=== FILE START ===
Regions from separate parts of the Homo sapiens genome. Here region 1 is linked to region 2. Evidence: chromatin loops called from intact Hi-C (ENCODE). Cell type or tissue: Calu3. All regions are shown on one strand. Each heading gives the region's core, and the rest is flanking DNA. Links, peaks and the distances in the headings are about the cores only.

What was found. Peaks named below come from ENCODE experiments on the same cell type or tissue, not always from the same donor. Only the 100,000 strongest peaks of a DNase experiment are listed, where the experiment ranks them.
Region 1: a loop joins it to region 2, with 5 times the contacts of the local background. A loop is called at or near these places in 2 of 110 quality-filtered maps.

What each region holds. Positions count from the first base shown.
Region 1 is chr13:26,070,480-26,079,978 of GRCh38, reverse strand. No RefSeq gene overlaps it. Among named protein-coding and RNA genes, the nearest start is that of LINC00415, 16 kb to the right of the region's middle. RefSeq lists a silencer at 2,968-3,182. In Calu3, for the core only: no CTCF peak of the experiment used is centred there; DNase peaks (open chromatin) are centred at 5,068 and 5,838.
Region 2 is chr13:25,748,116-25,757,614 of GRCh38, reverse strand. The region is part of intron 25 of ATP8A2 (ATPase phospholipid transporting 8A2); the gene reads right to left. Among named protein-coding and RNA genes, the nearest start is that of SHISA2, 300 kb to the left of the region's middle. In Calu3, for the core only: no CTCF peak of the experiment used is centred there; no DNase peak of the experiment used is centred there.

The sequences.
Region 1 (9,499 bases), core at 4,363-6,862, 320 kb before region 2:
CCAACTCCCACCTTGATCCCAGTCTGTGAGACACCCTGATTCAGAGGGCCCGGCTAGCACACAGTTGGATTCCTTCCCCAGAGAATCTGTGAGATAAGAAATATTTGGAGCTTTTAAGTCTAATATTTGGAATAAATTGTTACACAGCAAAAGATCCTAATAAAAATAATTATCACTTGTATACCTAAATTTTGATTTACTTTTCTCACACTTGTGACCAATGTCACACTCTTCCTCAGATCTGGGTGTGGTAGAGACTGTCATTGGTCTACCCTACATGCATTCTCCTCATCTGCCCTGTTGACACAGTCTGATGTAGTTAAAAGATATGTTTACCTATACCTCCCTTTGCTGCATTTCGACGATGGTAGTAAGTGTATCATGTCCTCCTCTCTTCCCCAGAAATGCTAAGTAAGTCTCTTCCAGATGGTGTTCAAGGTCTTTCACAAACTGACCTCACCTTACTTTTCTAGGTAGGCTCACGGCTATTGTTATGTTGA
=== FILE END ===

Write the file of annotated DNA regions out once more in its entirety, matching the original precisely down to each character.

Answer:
Regions from separate parts of the Homo sapiens genome. Here region 1 is linked to region 2. Evidence: chromatin loops called from intact Hi-C (ENCODE). Cell type or tissue: Calu3. All regions are shown on one strand. Each heading gives the region's core, and the rest is flanking DNA. Links, peaks and the distances in the headings are about the cores only.

What was found. Peaks named below come from ENCODE experiments on the same cell type or tissue, not always from the same donor. Only the 100,000 strongest peaks of a DNase experiment are listed, where the experiment ranks them.
Region 1: a loop joins it to region 2, with 5 times the contacts of the local background. A loop is called at or near these places in 2 of 110 quality-filtered maps.

What each region holds. Positions count from the first base shown.
Region 1 is chr13:26,070,480-26,079,978 of GRCh38, reverse strand. No RefSeq gene overlaps it. Among named protein-coding and RNA genes, the nearest start is that of LINC00415, 16 kb to the right of the region's middle. RefSeq lists a silencer at 2,968-3,182. In Calu3, for the core only: no CTCF peak of the experiment used is centred there; DNase peaks (open chromatin) are centred at 5,068 and 5,838.
Region 2 is chr13:25,748,116-25,757,614 of GRCh38, reverse strand. The region is part of intron 25 of ATP8A2 (ATPase phospholipid transporting 8A2); the gene reads right to left. Among named protein-coding and RNA genes, the nearest start is that of SHISA2, 300 kb to the left of the region's middle. In Calu3, for the core only: no CTCF peak of the experiment used is centred there; no DNase peak of the experiment used is centred there.

The sequences.
Region 1 (9,499 bases), core at 4,363-6,862, 320 kb before region 2:
CCAACTCCCACCTTGATCCCAGTCTGTGAGACACCCTGATTCAGAGGGCCCGGCTAGCACACAGTTGGATTCCTTCCCCAGAGAATCTGTGAGATAAGAAATATTTGGAGCTTTTAAGTCTAATATTTGGAATAAATTGTTACACAGCAAAAGATCCTAATAAAAATAATTATCACTTGTATACCTAAATTTTGATTTACTTTTCTCACACTTGTGACCAATGTCACACTCTTCCTCAGATCTGGGTGTGGTAGAGACTGTCATTGGTCTACCCTACATGCATTCTCCTCATCTGCCCTGTTGACACAGTCTGATGTAGTTAAAAGATATGTTTACCTATACCTCCCTTTGCTGCATTTCGACGATGGTAGTAAGTGTATCATGTCCTCCTCTCTTCCCCAGAAATGCTAAGTAAGTCTCTTCCAGATGGTGTTCAAGGTCTTTCACAAACTGACCTCACCTTACTTTTCTAGGTAGGCTCACGGCTATTGTTATGTTGA